I’m not talking about an actual hat. Not a baseball cap. Or a visor. Or a bowler, beanie, beret, or bucket hat.
I’m talking about SHEG HATS.
As in Stanford History Education Group and History Assessments of Thinking.
I’m sure that you’ve been over to the very useful Stanford History Education Group’s site with its three different tools, right? (If you haven’t, mmm . . . go there now and be amazed at how your life will be changed.)
All of us at the KCSS have been pushing Sam Wineburg’s work for years so I’m hoping you’re already familiar with the work his SHEG group has been doing around the idea of reading like a historian. They’ve packaged their work into three chunks – instructional lessons that focus on training kids analyze evidence to solve problems, onlive civic literacy lessons, and wait for it . . . HATS.
As in History Assessments of Thinking.
We know that we want kids to be effective at using evidence to make sense of historical and contemporary issues. And we can use the SHEG Reading Like a Historian lessons and other tools to train them to do that. The problem has always been measuring that type of learning. The SHEG HATs were designed to helps you do that.
The Beyond the Bubble / HATs section of the SHEG site has a whole series of short, easy to deliver, and easy to measure assessments of historical thinking. The section used resources from the Library of Congress to create over 80 assessments that measure students’ historical thinking rather than recall of facts.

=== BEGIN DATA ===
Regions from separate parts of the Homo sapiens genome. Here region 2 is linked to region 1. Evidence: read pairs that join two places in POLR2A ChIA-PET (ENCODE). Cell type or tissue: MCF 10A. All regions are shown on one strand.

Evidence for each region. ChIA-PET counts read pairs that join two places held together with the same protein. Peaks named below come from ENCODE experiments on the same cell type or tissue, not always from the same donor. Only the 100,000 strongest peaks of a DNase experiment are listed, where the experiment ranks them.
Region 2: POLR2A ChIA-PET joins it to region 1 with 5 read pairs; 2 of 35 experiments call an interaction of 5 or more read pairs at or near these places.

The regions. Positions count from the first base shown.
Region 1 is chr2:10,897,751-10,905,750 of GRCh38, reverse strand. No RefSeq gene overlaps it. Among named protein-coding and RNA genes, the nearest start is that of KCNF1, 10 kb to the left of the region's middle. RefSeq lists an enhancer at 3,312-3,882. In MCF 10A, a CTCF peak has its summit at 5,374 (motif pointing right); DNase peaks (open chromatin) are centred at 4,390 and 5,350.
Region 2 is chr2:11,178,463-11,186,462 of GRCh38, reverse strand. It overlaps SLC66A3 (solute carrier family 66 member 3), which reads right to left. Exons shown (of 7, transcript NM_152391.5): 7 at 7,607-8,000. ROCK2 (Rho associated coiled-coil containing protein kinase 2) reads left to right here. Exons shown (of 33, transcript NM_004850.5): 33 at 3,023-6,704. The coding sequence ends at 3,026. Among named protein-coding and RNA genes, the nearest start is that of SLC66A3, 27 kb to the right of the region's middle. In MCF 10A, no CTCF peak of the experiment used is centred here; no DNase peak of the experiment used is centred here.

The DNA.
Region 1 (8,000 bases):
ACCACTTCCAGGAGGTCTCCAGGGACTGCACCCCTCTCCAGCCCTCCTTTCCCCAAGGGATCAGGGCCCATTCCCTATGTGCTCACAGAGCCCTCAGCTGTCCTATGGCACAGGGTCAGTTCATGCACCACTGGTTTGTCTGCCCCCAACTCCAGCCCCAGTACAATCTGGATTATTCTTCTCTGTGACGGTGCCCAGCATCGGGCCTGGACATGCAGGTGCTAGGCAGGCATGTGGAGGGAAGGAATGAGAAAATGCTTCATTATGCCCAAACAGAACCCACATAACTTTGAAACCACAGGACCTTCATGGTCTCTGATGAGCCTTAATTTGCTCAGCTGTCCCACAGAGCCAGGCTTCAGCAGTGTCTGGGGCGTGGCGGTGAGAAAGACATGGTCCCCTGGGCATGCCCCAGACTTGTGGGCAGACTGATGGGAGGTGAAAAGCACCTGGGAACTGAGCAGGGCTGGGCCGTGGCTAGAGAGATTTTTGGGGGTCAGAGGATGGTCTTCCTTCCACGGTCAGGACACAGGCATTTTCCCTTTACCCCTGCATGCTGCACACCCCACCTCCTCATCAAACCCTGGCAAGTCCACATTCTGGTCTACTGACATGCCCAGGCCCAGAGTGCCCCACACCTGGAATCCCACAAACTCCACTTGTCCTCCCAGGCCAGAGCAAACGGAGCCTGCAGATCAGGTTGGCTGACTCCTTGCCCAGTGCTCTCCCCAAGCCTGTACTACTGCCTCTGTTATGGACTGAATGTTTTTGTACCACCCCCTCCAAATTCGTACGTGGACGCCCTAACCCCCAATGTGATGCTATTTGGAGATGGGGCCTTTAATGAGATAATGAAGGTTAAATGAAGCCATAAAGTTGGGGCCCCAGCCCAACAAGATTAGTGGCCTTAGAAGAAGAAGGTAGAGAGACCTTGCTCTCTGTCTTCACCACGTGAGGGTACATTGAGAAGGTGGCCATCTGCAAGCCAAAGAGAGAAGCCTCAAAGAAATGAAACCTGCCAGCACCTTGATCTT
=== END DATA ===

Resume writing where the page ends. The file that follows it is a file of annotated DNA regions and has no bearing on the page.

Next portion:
There are 10 “flagship” assessments, each marked with a ribbon. Flagship assessments (such as The First Thanksgiving) have extended features, including annotated sample student responses and “Going Deeper” videos that provide insights into the assessments and ideas for how to use them. The rest of the assessments are “alternative version” assessments (e.g., Napoleon’s Retreat). Each alternative version assessment features different Library of Congress documents but takes the same form as its flagship. Even if you don’t use the flagship assessment, the student responses and videos are useful for understanding the alternative versions.
HATs are organized by historical thinking skill type and by historical period. But up until a few months ago, it was hard to find HATs using those criteria. But with their latest website overhaul, the SHEG folks have created a list of all of their HATS chronologically in eight different time periods. How easy is that?
The fastest way to find the list is to click the Beyond the Bubble tab at the top of the SHEG page. Scroll down a bit past the description and click the “Click Here for a complete list of HATs.”
So you early history folks? You can quickly find a HAT measuring a student’s ability to contextualize and corroborate by using an early Quran written in Seville. Fifth grade US history? Easily track down that awesome assessment on the Virginia Company. High school world history? No problem finding a HAT on South African Apartheid.
So. No excuses. Head over and grab just what you need. (And be sure to explore the filters along the left side that allow you to search for HATs by historical thinking skill.)